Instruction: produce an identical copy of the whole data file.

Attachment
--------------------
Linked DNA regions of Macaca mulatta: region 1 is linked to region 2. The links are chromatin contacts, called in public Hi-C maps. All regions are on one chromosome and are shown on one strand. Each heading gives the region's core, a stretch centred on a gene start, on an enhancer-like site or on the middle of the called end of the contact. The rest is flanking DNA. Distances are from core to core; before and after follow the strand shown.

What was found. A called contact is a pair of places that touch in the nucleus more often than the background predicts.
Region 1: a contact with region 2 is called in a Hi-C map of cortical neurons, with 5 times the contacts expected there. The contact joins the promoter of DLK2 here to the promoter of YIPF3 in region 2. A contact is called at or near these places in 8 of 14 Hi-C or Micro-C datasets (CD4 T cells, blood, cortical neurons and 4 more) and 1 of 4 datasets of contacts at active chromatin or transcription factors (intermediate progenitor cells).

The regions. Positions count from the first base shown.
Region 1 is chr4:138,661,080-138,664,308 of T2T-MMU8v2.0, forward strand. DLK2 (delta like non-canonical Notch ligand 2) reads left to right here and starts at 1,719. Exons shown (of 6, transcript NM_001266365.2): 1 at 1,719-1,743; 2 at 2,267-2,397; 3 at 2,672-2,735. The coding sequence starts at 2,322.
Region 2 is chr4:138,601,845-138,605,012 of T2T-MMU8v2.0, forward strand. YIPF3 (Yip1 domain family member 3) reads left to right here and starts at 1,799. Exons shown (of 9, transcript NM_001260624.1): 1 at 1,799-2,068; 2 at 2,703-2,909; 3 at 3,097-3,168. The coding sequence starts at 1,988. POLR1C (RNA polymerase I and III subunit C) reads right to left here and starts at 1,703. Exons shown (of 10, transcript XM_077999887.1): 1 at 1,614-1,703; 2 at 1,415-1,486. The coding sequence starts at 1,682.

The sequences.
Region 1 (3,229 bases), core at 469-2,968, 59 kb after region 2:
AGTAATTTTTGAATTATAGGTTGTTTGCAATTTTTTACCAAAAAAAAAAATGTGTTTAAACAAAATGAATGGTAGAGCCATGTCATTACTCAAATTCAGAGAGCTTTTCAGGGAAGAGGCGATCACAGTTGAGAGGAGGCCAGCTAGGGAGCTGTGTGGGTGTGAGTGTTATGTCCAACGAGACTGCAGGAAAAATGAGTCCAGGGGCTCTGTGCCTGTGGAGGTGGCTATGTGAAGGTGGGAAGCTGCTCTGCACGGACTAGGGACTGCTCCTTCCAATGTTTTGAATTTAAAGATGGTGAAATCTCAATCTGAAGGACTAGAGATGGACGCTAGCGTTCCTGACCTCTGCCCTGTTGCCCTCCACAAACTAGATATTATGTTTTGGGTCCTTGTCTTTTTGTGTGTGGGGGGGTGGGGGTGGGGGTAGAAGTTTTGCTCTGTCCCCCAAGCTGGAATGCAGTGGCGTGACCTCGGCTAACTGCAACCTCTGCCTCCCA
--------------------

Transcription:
Linked DNA regions of Macaca mulatta: region 1 is linked to region 2. The links are chromatin contacts, called in public Hi-C maps. All regions are on one chromosome and are shown on one strand. Each heading gives the region's core, a stretch centred on a gene start, on an enhancer-like site or on the middle of the called end of the contact. The rest is flanking DNA. Distances are from core to core; before and after follow the strand shown.

What was found. A called contact is a pair of places that touch in the nucleus more often than the background predicts.
Region 1: a contact with region 2 is called in a Hi-C map of cortical neurons, with 5 times the contacts expected there. The contact joins the promoter of DLK2 here to the promoter of YIPF3 in region 2. A contact is called at or near these places in 8 of 14 Hi-C or Micro-C datasets (CD4 T cells, blood, cortical neurons and 4 more) and 1 of 4 datasets of contacts at active chromatin or transcription factors (intermediate progenitor cells).

The regions. Positions count from the first base shown.
Region 1 is chr4:138,661,080-138,664,308 of T2T-MMU8v2.0, forward strand. DLK2 (delta like non-canonical Notch ligand 2) reads left to right here and starts at 1,719. Exons shown (of 6, transcript NM_001266365.2): 1 at 1,719-1,743; 2 at 2,267-2,397; 3 at 2,672-2,735. The coding sequence starts at 2,322.
Region 2 is chr4:138,601,845-138,605,012 of T2T-MMU8v2.0, forward strand. YIPF3 (Yip1 domain family member 3) reads left to right here and starts at 1,799. Exons shown (of 9, transcript NM_001260624.1): 1 at 1,799-2,068; 2 at 2,703-2,909; 3 at 3,097-3,168. The coding sequence starts at 1,988. POLR1C (RNA polymerase I and III subunit C) reads right to left here and starts at 1,703. Exons shown (of 10, transcript XM_077999887.1): 1 at 1,614-1,703; 2 at 1,415-1,486. The coding sequence starts at 1,682.

The sequences.
Region 1 (3,229 bases), core at 469-2,968, 59 kb after region 2:
AGTAATTTTTGAATTATAGGTTGTTTGCAATTTTTTACCAAAAAAAAAAATGTGTTTAAACAAAATGAATGGTAGAGCCATGTCATTACTCAAATTCAGAGAGCTTTTCAGGGAAGAGGCGATCACAGTTGAGAGGAGGCCAGCTAGGGAGCTGTGTGGGTGTGAGTGTTATGTCCAACGAGACTGCAGGAAAAATGAGTCCAGGGGCTCTGTGCCTGTGGAGGTGGCTATGTGAAGGTGGGAAGCTGCTCTGCACGGACTAGGGACTGCTCCTTCCAATGTTTTGAATTTAAAGATGGTGAAATCTCAATCTGAAGGACTAGAGATGGACGCTAGCGTTCCTGACCTCTGCCCTGTTGCCCTCCACAAACTAGATATTATGTTTTGGGTCCTTGTCTTTTTGTGTGTGGGGGGGTGGGGGTGGGGGTAGAAGTTTTGCTCTGTCCCCCAAGCTGGAATGCAGTGGCGTGACCTCGGCTAACTGCAACCTCTGCCTCCCA